The fiancée, who requested anonymity, told The Daily Beast that a couple years back life was good.
“When he first got here he met all my children,” she said as she began crying. “And they all feel in love with him. In fact, some of my nephews got real close with him and they would go and do little raps—and make rap songs. My oldest son looked up to him.”
She said the man she knew and hoped to start a life with fell deep into drugs.
“It was crack cocaine,” she said. “He was trying to get over it. We were trying to get over it together.”
Then in the spring of 2015 Walton had slipped away for a long spell.
“Just one day he disappeared,” she said. “He had met another girl.”
The woman said it was this new fling who turned Walton onto crystal methamphetamine.
“And she’s the one that introduced Tomorio to Skyy.”
After his death, his fiancée spoke with Walton’s other girlfriend (who The Daily Beast is also not naming).
In that chat she learned that Barrs kept Walton loyal to him by using crack as bait.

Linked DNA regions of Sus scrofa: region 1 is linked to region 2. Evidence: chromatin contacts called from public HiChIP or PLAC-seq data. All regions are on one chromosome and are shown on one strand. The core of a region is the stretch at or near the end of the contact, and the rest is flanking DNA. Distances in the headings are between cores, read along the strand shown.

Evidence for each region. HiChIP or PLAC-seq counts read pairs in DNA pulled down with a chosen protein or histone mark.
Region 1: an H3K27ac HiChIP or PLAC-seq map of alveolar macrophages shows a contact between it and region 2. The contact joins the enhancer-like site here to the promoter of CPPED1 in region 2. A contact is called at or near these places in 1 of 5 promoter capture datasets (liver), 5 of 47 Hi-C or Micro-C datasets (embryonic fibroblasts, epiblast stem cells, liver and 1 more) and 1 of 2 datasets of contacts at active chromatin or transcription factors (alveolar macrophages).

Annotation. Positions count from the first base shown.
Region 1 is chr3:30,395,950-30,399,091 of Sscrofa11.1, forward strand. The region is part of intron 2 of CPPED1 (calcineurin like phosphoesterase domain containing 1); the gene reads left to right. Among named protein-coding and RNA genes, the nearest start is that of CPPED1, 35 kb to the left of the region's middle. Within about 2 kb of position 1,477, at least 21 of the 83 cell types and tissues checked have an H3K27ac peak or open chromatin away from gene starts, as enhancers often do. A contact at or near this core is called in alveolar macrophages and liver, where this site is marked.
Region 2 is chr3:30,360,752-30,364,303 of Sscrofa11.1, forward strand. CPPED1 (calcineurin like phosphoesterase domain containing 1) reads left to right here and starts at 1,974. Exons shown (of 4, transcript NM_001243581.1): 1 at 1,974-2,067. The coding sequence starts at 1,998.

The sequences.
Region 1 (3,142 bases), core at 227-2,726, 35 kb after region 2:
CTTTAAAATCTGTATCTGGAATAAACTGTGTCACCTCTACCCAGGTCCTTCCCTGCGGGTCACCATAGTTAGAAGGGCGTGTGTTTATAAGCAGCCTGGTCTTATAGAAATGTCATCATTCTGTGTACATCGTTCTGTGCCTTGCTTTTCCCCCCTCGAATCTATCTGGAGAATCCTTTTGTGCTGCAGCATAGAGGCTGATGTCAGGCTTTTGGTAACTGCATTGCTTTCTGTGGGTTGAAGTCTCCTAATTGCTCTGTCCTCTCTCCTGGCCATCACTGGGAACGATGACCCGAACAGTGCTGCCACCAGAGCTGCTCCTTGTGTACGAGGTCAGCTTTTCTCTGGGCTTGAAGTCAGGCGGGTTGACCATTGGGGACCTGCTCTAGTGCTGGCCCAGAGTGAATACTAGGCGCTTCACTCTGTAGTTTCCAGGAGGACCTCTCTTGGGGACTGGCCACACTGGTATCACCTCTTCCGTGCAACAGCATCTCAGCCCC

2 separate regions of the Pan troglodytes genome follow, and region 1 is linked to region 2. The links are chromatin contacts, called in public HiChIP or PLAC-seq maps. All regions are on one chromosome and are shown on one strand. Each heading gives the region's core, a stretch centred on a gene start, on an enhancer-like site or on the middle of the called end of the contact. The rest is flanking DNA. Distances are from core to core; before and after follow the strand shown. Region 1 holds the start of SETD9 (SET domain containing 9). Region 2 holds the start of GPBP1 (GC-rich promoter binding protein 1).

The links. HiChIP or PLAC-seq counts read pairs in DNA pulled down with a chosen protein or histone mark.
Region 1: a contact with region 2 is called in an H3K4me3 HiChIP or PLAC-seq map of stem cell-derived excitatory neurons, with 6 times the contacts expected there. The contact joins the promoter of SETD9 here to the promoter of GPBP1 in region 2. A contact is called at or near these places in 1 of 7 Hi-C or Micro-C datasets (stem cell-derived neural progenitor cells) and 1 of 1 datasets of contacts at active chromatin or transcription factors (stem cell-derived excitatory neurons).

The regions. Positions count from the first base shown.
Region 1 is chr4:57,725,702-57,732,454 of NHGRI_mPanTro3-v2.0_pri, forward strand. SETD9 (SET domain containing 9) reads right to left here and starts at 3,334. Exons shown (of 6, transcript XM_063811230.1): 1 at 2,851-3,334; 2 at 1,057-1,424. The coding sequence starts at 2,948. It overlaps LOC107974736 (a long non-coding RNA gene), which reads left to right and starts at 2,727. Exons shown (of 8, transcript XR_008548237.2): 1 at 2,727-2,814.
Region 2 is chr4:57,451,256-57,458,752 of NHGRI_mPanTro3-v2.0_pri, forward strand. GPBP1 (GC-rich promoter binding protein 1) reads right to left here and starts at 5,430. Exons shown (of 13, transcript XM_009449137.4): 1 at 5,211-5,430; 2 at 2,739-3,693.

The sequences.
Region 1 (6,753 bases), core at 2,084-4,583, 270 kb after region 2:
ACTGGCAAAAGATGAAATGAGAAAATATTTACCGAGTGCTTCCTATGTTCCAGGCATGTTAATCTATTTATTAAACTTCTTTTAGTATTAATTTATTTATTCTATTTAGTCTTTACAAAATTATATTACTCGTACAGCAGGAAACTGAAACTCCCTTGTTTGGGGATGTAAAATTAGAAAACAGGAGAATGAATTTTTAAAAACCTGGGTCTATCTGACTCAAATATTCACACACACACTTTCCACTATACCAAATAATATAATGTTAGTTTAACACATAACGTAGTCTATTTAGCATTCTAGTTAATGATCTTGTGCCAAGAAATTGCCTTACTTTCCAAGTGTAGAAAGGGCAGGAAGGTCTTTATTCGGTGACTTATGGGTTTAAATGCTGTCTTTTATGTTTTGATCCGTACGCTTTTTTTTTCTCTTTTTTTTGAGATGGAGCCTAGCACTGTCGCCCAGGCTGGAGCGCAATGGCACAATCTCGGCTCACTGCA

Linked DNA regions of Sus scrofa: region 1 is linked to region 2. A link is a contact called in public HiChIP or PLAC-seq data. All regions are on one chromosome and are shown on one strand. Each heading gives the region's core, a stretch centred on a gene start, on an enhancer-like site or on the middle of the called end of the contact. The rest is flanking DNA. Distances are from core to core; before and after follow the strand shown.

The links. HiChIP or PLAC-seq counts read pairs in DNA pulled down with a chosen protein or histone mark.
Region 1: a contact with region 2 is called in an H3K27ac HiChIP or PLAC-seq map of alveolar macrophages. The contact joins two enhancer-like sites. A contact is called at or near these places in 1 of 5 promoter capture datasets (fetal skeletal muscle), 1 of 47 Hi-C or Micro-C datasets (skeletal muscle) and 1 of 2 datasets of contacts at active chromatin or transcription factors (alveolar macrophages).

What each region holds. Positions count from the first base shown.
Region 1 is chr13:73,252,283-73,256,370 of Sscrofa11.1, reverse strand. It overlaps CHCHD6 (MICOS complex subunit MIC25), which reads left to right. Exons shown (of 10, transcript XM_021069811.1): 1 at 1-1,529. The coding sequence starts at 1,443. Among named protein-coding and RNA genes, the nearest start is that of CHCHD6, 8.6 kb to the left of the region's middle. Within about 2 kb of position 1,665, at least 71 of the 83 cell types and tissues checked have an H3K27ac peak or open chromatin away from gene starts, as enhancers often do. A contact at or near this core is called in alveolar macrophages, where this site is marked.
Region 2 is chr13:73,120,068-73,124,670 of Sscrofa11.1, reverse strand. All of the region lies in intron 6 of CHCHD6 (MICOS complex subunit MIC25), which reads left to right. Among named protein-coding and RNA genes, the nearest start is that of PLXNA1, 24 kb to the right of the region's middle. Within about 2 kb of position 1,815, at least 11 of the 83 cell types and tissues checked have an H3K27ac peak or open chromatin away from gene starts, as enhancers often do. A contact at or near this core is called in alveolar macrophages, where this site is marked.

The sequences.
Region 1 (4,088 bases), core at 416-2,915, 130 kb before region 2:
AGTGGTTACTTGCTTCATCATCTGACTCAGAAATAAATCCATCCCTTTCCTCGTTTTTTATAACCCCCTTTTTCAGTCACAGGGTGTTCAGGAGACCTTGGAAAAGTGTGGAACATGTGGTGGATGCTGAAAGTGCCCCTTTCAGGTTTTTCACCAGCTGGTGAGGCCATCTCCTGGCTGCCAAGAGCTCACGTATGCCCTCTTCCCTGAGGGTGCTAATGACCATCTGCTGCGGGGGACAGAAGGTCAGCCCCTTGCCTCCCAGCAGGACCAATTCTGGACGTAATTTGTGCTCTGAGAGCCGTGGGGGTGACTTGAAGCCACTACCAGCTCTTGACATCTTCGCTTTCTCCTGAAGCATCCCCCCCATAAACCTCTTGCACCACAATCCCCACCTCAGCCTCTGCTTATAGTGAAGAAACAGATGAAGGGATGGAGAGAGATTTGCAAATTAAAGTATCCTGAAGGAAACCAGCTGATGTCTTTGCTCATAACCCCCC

“Skyy was running him and [she] told me that Skyy would give him free drugs.”
This kind of power was evident when a source came forward to Albuquerque cops claiming Barrs and Walton went to the Motel 6 to “hit a lick”—a slang term that meant to commit a robbery.
The same source claimed it was Barrs driving the Chevy Malibu that belonged to his girlfriend and he personally armed Walton with “his large chrome handgun… to commit a robbery.”
Detectives discovered that Barrs and Walton had chatted on the phone three times on the night of the Motel 6 shootout. And they found a text message sent three days before in which Barrs apparently told Walton, “We about to hit [sic] some licks.”
Walton’s fiancée said Barrs made explicit threats that he would harm Walton’s girlfriend.
So on the night in question the homicidal man seen pulling a gun on Russell and shooting de Caro inside the motel room may have been motivated by Walton trying to avert a threat to his girlfriend.
“[She] told me Skyy made threats to her,” his fiancée said. “She told me, ‘If Tomorio didn’t do this I was in danger.’”
Multiple attempts by The Daily Beast to reach Walton’s other girlfriend were unsuccessful.
According to the criminal complaint and Walton’s fiancée, she was one of two women seated in the Chevy that Barrs parked by the Motel 6 dumpster on the night of the shooting.
She hasn’t been heard from since March 21, The Daily Beast has learned.